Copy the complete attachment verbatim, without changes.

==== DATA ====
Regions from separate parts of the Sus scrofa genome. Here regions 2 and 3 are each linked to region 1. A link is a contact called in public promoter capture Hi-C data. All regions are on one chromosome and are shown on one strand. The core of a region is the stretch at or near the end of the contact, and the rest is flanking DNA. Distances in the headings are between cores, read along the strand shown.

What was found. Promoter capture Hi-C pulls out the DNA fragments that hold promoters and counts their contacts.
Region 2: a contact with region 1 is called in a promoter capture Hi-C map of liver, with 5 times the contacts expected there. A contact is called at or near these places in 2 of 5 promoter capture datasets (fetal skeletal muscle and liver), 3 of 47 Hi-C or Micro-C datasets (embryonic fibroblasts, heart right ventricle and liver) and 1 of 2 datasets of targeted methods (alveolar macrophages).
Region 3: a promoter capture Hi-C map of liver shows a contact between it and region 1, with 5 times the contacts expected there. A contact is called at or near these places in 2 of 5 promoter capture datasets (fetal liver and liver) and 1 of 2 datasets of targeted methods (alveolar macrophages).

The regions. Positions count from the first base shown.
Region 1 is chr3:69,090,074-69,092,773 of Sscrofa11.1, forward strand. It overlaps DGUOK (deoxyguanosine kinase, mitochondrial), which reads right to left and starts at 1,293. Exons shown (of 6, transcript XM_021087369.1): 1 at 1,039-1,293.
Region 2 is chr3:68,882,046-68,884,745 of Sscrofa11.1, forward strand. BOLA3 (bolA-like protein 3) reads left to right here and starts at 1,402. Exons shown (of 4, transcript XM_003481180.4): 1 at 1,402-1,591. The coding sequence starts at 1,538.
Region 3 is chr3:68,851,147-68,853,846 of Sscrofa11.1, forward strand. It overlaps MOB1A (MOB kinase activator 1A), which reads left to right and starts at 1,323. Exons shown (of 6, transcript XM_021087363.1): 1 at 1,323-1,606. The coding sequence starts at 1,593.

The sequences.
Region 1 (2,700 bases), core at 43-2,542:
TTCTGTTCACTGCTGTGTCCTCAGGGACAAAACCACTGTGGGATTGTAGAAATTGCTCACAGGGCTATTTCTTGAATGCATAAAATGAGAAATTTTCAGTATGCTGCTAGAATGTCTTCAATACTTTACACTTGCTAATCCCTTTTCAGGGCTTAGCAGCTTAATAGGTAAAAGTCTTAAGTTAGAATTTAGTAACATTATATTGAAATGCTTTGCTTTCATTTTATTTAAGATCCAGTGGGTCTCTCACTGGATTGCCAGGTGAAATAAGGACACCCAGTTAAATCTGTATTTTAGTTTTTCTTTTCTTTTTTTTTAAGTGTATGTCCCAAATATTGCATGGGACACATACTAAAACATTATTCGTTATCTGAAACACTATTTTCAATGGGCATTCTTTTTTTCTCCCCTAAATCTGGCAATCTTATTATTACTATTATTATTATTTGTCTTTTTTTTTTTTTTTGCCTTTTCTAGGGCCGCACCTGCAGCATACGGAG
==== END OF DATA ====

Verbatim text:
Regions from separate parts of the Sus scrofa genome. Here regions 2 and 3 are each linked to region 1. A link is a contact called in public promoter capture Hi-C data. All regions are on one chromosome and are shown on one strand. The core of a region is the stretch at or near the end of the contact, and the rest is flanking DNA. Distances in the headings are between cores, read along the strand shown.

What was found. Promoter capture Hi-C pulls out the DNA fragments that hold promoters and counts their contacts.
Region 2: a contact with region 1 is called in a promoter capture Hi-C map of liver, with 5 times the contacts expected there. A contact is called at or near these places in 2 of 5 promoter capture datasets (fetal skeletal muscle and liver), 3 of 47 Hi-C or Micro-C datasets (embryonic fibroblasts, heart right ventricle and liver) and 1 of 2 datasets of targeted methods (alveolar macrophages).
Region 3: a promoter capture Hi-C map of liver shows a contact between it and region 1, with 5 times the contacts expected there. A contact is called at or near these places in 2 of 5 promoter capture datasets (fetal liver and liver) and 1 of 2 datasets of targeted methods (alveolar macrophages).

The regions. Positions count from the first base shown.
Region 1 is chr3:69,090,074-69,092,773 of Sscrofa11.1, forward strand. It overlaps DGUOK (deoxyguanosine kinase, mitochondrial), which reads right to left and starts at 1,293. Exons shown (of 6, transcript XM_021087369.1): 1 at 1,039-1,293.
Region 2 is chr3:68,882,046-68,884,745 of Sscrofa11.1, forward strand. BOLA3 (bolA-like protein 3) reads left to right here and starts at 1,402. Exons shown (of 4, transcript XM_003481180.4): 1 at 1,402-1,591. The coding sequence starts at 1,538.
Region 3 is chr3:68,851,147-68,853,846 of Sscrofa11.1, forward strand. It overlaps MOB1A (MOB kinase activator 1A), which reads left to right and starts at 1,323. Exons shown (of 6, transcript XM_021087363.1): 1 at 1,323-1,606. The coding sequence starts at 1,593.

The sequences.
Region 1 (2,700 bases), core at 43-2,542:
TTCTGTTCACTGCTGTGTCCTCAGGGACAAAACCACTGTGGGATTGTAGAAATTGCTCACAGGGCTATTTCTTGAATGCATAAAATGAGAAATTTTCAGTATGCTGCTAGAATGTCTTCAATACTTTACACTTGCTAATCCCTTTTCAGGGCTTAGCAGCTTAATAGGTAAAAGTCTTAAGTTAGAATTTAGTAACATTATATTGAAATGCTTTGCTTTCATTTTATTTAAGATCCAGTGGGTCTCTCACTGGATTGCCAGGTGAAATAAGGACACCCAGTTAAATCTGTATTTTAGTTTTTCTTTTCTTTTTTTTTAAGTGTATGTCCCAAATATTGCATGGGACACATACTAAAACATTATTCGTTATCTGAAACACTATTTTCAATGGGCATTCTTTTTTTCTCCCCTAAATCTGGCAATCTTATTATTACTATTATTATTATTTGTCTTTTTTTTTTTTTTTGCCTTTTCTAGGGCCGCACCTGCAGCATACGGAG